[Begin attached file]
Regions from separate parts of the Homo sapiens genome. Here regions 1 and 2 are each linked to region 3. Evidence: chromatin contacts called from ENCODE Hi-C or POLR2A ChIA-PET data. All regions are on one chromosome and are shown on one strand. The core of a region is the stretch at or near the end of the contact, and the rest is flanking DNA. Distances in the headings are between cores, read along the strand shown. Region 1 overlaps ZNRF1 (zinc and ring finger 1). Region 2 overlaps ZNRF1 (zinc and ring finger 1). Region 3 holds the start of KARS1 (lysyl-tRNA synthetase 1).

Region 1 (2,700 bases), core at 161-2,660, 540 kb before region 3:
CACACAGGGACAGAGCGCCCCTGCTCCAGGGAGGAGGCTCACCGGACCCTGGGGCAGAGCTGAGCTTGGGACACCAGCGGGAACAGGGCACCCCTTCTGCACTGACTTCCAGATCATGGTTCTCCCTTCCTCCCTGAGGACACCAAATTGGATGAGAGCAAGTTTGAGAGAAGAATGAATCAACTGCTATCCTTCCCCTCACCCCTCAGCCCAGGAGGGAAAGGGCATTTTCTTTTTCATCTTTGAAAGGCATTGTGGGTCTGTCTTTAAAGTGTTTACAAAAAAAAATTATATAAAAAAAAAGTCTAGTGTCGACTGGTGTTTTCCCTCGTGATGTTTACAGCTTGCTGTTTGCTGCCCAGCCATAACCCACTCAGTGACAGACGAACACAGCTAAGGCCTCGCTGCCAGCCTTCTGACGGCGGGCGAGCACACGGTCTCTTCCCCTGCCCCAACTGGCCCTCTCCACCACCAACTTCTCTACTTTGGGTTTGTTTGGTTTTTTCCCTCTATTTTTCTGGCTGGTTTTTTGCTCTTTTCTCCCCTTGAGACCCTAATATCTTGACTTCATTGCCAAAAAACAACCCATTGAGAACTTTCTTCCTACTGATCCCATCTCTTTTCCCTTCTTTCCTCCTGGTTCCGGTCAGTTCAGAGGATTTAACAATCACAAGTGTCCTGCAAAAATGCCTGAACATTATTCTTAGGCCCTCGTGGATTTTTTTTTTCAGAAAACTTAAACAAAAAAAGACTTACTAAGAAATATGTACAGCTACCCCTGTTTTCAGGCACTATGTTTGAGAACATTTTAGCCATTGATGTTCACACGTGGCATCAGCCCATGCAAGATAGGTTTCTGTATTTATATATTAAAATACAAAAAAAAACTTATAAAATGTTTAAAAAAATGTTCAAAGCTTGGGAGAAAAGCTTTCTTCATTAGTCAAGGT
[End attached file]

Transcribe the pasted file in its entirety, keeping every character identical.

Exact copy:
Regions from separate parts of the Homo sapiens genome. Here regions 1 and 2 are each linked to region 3. Evidence: chromatin contacts called from ENCODE Hi-C or POLR2A ChIA-PET data. All regions are on one chromosome and are shown on one strand. The core of a region is the stretch at or near the end of the contact, and the rest is flanking DNA. Distances in the headings are between cores, read along the strand shown. Region 1 overlaps ZNRF1 (zinc and ring finger 1). Region 2 overlaps ZNRF1 (zinc and ring finger 1). Region 3 holds the start of KARS1 (lysyl-tRNA synthetase 1).

Region 1 (2,700 bases), core at 161-2,660, 540 kb before region 3:
CACACAGGGACAGAGCGCCCCTGCTCCAGGGAGGAGGCTCACCGGACCCTGGGGCAGAGCTGAGCTTGGGACACCAGCGGGAACAGGGCACCCCTTCTGCACTGACTTCCAGATCATGGTTCTCCCTTCCTCCCTGAGGACACCAAATTGGATGAGAGCAAGTTTGAGAGAAGAATGAATCAACTGCTATCCTTCCCCTCACCCCTCAGCCCAGGAGGGAAAGGGCATTTTCTTTTTCATCTTTGAAAGGCATTGTGGGTCTGTCTTTAAAGTGTTTACAAAAAAAAATTATATAAAAAAAAAGTCTAGTGTCGACTGGTGTTTTCCCTCGTGATGTTTACAGCTTGCTGTTTGCTGCCCAGCCATAACCCACTCAGTGACAGACGAACACAGCTAAGGCCTCGCTGCCAGCCTTCTGACGGCGGGCGAGCACACGGTCTCTTCCCCTGCCCCAACTGGCCCTCTCCACCACCAACTTCTCTACTTTGGGTTTGTTTGGTTTTTTCCCTCTATTTTTCTGGCTGGTTTTTTGCTCTTTTCTCCCCTTGAGACCCTAATATCTTGACTTCATTGCCAAAAAACAACCCATTGAGAACTTTCTTCCTACTGATCCCATCTCTTTTCCCTTCTTTCCTCCTGGTTCCGGTCAGTTCAGAGGATTTAACAATCACAAGTGTCCTGCAAAAATGCCTGAACATTATTCTTAGGCCCTCGTGGATTTTTTTTTTCAGAAAACTTAAACAAAAAAAGACTTACTAAGAAATATGTACAGCTACCCCTGTTTTCAGGCACTATGTTTGAGAACATTTTAGCCATTGATGTTCACACGTGGCATCAGCCCATGCAAGATAGGTTTCTGTATTTATATATTAAAATACAAAAAAAAACTTATAAAATGTTTAAAAAAATGTTCAAAGCTTGGGAGAAAAGCTTTCTTCATTAGTCAAGGT